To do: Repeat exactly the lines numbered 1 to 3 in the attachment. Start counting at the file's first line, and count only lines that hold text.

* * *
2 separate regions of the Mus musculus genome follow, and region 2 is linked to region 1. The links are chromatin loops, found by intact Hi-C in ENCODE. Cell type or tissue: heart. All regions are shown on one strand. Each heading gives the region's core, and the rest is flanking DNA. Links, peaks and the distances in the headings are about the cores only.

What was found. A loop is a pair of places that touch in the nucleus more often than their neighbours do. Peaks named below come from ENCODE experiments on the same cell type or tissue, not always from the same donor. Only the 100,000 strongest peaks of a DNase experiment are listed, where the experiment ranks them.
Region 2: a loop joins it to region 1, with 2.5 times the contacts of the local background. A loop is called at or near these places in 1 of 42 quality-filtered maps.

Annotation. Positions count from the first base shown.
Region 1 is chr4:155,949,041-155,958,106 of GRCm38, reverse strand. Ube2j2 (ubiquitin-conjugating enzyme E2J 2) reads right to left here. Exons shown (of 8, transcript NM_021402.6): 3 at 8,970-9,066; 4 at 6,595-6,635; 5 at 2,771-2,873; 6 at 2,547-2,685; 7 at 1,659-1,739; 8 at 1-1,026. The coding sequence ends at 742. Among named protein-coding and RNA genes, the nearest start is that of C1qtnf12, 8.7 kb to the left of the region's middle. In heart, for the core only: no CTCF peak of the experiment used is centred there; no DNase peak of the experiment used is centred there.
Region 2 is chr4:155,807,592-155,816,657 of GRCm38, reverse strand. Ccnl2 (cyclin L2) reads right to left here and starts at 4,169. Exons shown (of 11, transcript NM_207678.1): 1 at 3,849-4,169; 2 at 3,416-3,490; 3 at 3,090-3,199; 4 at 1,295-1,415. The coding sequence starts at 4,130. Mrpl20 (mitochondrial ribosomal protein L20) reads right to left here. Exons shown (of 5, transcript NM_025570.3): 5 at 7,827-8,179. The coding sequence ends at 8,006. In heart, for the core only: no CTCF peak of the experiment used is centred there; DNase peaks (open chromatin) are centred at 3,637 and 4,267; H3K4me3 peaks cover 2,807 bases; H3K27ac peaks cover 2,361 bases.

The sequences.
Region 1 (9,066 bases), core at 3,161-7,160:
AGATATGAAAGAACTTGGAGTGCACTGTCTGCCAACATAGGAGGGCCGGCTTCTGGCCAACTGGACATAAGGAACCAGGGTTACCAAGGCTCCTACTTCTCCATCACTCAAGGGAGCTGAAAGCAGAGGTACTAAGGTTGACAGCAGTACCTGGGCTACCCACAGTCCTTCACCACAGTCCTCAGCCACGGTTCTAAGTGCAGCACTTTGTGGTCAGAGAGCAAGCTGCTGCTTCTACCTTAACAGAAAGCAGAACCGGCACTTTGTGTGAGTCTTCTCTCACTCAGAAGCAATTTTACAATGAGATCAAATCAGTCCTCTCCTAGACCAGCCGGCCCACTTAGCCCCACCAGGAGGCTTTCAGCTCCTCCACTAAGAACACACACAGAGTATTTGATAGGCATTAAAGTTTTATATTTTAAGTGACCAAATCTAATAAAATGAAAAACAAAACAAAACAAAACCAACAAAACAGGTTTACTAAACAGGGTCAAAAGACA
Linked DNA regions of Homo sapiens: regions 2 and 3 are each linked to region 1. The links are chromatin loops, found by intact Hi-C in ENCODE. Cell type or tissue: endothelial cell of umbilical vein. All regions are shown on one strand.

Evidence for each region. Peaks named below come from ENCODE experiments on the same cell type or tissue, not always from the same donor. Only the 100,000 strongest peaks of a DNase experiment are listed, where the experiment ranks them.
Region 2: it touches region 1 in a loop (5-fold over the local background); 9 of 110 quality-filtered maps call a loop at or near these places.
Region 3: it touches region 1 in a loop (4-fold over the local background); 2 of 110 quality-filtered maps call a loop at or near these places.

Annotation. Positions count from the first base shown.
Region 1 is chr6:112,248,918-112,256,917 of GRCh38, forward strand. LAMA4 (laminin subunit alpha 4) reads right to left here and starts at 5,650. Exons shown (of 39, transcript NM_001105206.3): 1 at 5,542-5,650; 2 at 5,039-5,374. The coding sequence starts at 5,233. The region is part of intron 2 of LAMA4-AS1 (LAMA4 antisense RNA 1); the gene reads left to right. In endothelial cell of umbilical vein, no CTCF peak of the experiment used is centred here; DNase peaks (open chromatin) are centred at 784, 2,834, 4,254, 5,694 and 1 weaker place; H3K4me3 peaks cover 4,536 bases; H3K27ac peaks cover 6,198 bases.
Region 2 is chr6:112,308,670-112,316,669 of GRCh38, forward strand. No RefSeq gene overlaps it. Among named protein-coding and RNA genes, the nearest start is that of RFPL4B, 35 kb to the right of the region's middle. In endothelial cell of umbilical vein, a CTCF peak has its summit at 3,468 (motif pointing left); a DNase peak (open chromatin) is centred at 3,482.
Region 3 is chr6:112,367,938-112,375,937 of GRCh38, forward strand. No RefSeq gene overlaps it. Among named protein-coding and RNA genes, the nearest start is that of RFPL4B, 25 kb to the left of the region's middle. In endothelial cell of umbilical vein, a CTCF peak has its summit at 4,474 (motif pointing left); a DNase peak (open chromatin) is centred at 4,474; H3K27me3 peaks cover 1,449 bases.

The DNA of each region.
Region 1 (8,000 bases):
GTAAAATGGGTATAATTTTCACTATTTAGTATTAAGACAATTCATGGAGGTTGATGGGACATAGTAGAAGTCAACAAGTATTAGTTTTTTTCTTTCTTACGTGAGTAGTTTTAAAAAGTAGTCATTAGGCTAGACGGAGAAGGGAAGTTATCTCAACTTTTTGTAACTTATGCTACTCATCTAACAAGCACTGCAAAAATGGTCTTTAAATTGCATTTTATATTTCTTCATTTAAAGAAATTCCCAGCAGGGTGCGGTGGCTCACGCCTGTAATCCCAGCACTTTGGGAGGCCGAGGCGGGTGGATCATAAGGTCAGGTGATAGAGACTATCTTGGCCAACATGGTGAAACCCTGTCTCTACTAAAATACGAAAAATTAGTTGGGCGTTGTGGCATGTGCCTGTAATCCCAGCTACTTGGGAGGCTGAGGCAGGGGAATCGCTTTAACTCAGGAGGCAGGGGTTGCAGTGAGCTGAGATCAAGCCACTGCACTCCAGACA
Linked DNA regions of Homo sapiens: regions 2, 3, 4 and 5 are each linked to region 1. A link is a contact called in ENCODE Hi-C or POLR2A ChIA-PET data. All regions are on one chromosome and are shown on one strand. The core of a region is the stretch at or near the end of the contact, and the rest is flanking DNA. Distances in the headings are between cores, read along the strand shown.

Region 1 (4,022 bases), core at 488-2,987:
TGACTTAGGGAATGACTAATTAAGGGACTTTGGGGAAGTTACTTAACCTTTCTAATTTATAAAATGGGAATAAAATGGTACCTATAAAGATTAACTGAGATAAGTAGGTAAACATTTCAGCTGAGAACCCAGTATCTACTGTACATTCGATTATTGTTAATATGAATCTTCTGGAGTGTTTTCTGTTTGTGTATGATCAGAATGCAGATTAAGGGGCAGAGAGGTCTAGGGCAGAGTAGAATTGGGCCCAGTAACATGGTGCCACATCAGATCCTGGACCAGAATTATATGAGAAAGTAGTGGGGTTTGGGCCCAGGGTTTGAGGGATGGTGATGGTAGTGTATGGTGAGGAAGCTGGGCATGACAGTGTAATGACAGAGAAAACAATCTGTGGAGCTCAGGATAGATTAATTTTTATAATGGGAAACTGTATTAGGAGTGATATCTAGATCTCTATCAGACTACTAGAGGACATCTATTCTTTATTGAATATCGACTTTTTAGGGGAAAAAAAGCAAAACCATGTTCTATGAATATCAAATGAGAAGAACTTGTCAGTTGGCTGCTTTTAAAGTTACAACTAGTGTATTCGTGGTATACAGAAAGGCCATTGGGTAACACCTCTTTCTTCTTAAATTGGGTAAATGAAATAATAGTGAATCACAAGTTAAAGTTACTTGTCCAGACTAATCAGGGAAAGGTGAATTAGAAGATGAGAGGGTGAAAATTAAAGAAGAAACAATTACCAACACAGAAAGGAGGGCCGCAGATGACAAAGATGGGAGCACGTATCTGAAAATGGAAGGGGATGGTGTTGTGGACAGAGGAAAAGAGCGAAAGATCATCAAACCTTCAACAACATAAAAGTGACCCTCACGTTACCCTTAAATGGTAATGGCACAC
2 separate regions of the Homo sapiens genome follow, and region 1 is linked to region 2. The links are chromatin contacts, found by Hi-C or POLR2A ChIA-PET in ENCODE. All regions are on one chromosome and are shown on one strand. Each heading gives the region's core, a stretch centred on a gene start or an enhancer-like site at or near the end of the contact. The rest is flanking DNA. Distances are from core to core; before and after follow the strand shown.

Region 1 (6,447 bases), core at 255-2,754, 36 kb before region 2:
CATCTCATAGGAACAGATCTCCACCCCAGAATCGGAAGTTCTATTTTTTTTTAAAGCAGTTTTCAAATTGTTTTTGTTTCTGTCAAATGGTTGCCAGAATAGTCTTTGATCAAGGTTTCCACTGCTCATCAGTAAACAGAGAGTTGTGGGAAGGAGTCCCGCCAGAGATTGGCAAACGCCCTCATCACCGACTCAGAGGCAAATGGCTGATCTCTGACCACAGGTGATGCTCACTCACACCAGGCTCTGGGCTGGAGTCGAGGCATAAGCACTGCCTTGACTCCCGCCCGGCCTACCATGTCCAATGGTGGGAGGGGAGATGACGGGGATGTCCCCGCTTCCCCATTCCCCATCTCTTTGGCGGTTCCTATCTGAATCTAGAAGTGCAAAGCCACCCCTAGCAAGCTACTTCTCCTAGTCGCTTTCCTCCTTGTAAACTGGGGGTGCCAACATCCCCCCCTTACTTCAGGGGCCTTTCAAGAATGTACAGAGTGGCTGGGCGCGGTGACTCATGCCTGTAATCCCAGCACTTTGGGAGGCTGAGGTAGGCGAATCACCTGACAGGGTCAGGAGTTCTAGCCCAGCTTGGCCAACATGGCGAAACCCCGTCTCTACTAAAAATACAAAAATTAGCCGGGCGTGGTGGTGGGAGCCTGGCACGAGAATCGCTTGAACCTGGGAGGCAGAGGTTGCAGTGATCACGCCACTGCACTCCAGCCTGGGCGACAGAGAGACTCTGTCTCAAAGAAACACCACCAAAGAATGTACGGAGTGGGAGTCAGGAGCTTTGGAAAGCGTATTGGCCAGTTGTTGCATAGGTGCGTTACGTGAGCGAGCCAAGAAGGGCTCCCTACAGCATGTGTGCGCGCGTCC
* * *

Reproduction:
2 separate regions of the Mus musculus genome follow, and region 2 is linked to region 1. The links are chromatin loops, found by intact Hi-C in ENCODE. Cell type or tissue: heart. All regions are shown on one strand. Each heading gives the region's core, and the rest is flanking DNA. Links, peaks and the distances in the headings are about the cores only.

What was found. A loop is a pair of places that touch in the nucleus more often than their neighbours do. Peaks named below come from ENCODE experiments on the same cell type or tissue, not always from the same donor. Only the 100,000 strongest peaks of a DNase experiment are listed, where the experiment ranks them.
Region 2: a loop joins it to region 1, with 2.5 times the contacts of the local background. A loop is called at or near these places in 1 of 42 quality-filtered maps.